The second part of the collection sets off with Graham Anderson’s „Folklore versus Fakelore: Some Problems in the Life of Apollonius“. Anderson suggests that several stories in the VA, for example about healing and exorcism, animal behaviour, or mythological figures, merit closer attention from folklorists than is currently the case. After this, Jaap-Jan Flinterman focusses on „Apollonius’ Ascension“. On the one hand, he discusses Heracles, Empedocles, and Romulus as precursors of Apollonius’ bodily ascension. On the other hand, he examines why Philostratus chose the Rhodian temple of Athena at Lindus and the temple of Dictynna on Crete as the setting of two versions of the story of Apollonius’ ascension: if the choice for Athena underlines the influence of Heracles’ ascension as a model for Apollonius’, Dictynna was closely related to Zeus, had also experienced an apotheosis, and had escaped capture by Minos in the same way as Apollonius defies capture by a student in the last chapter of the VA, as well as, ultimately, by the reader.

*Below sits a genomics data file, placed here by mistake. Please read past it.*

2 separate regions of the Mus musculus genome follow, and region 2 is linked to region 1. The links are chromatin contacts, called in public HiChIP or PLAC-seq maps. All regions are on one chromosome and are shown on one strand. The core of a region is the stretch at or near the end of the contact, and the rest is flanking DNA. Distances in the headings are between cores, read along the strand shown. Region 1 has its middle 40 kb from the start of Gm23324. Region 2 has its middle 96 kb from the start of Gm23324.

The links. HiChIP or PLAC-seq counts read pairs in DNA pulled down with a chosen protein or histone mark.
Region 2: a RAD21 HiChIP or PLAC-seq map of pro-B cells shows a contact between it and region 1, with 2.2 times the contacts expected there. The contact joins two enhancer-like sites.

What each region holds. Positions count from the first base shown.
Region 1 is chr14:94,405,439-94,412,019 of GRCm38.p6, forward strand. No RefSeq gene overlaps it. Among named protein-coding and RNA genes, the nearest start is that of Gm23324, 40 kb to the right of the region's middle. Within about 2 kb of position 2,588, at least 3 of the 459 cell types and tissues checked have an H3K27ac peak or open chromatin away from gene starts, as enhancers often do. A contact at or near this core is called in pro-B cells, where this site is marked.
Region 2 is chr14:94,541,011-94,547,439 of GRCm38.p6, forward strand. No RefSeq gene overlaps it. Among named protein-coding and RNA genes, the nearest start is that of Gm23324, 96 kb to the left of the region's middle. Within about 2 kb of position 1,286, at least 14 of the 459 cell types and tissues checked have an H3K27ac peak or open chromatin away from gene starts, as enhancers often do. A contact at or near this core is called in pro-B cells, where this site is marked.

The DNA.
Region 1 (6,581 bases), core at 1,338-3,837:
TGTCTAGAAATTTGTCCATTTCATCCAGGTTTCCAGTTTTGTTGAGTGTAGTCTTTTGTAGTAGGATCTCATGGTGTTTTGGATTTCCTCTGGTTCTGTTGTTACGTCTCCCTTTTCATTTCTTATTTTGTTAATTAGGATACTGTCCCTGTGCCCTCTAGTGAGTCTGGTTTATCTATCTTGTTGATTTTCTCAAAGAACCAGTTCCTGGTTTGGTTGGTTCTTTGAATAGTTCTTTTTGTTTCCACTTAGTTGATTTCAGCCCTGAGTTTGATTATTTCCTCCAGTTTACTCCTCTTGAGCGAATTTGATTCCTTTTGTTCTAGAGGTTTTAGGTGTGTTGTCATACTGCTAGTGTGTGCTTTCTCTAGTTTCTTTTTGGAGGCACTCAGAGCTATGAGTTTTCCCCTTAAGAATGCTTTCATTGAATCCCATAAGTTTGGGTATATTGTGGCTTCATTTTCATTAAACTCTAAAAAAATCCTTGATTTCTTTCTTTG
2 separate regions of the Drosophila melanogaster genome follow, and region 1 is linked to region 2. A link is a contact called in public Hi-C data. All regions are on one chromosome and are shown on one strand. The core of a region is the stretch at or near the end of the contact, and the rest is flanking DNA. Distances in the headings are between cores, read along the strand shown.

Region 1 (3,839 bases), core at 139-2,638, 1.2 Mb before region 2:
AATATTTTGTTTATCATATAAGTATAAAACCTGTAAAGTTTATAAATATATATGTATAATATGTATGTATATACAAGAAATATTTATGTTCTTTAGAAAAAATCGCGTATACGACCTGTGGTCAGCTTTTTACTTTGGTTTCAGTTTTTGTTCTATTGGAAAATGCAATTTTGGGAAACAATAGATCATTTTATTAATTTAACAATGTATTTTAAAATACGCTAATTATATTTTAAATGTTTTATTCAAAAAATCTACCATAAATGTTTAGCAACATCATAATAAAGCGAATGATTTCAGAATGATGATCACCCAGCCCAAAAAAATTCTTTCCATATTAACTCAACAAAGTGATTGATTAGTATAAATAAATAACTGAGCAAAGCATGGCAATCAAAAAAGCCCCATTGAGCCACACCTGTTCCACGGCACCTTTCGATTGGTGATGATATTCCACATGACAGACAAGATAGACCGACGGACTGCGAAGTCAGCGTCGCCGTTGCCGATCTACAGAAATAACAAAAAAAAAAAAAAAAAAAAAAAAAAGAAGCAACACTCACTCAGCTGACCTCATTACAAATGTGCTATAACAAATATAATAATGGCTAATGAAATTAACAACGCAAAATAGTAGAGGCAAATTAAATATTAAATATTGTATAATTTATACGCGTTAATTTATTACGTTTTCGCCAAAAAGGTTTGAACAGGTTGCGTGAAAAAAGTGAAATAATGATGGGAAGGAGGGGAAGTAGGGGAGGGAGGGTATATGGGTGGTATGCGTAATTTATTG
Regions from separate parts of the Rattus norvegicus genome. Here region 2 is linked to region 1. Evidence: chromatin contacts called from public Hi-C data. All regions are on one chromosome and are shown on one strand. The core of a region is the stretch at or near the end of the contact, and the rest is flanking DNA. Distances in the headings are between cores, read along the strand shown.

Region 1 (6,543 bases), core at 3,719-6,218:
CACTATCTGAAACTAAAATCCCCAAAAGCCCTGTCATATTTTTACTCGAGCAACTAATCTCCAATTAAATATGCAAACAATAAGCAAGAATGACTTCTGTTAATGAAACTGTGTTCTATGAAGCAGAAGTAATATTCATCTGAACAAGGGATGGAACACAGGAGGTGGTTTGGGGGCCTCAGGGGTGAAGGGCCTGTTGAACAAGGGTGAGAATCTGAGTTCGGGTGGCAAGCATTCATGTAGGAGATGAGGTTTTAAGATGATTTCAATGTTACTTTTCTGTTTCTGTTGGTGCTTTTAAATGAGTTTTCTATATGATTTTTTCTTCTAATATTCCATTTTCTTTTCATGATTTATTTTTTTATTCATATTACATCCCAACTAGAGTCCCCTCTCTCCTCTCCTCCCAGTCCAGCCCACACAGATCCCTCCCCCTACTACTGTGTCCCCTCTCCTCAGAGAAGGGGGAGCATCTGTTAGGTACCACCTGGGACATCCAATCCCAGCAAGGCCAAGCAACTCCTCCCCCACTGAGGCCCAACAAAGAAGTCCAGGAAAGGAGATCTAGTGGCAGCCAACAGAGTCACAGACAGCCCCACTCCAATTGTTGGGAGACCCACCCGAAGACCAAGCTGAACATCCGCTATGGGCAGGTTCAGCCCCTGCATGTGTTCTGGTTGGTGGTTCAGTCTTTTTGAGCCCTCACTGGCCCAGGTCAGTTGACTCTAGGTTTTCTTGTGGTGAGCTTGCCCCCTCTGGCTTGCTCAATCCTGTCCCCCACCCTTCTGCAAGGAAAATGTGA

„Some Letters of Apollonius of Tyana“ form the object of Christopher Jones’ contribution. More particularly, Jones makes a case for the authenticity of a group of letters which display a degree of knowledge of local practices that archeological and epigraphic research suggests only an insider would have had. The letters discussed cluster around Olympia, Ephesus, and Sardis. Jones also suggests that the Lucius Pompeius Apollonius of Ephesus mentioned in Cyriac of Ancona’s transcription of an Ephesian inscription may be the Apollonius of the VA, thus implying that Apollonius may have had Roman as well as Ephesian citizenship. In „The Emesan Connection: Philostratus and Heliodorus“, John Morgan suggests that the city of Emesa, with its famous cult of the Sun, forms a connection between Heliodorus’ Aethiopica and Philostratus’ VA. According to Morgan, both authors „use fictional constructions of idealised solar states at the margins of the world as a displaced means to articulate a message about the Emesan cult“ (p. 279–280). Whether or not one is convinced by this claim, Morgan also establishes an interesting link between the moderate, hellenized presentation of the cult of the Sun in Philostratus and Heliodorus on the one hand, and similar efforts of Julia Domna and other members of the imperial family on the other. If all of this would suit very well with the idea of Heliodorus the novelist being identical to Heliodorus the Arab, who, just like Philostratus, was part of the circle of Julia Domna, Morgan opts for dating Heliodorus around the time of the Emperor Julian, thus turning him into a witness for Philostratus’ continuing popularity in the fourth century.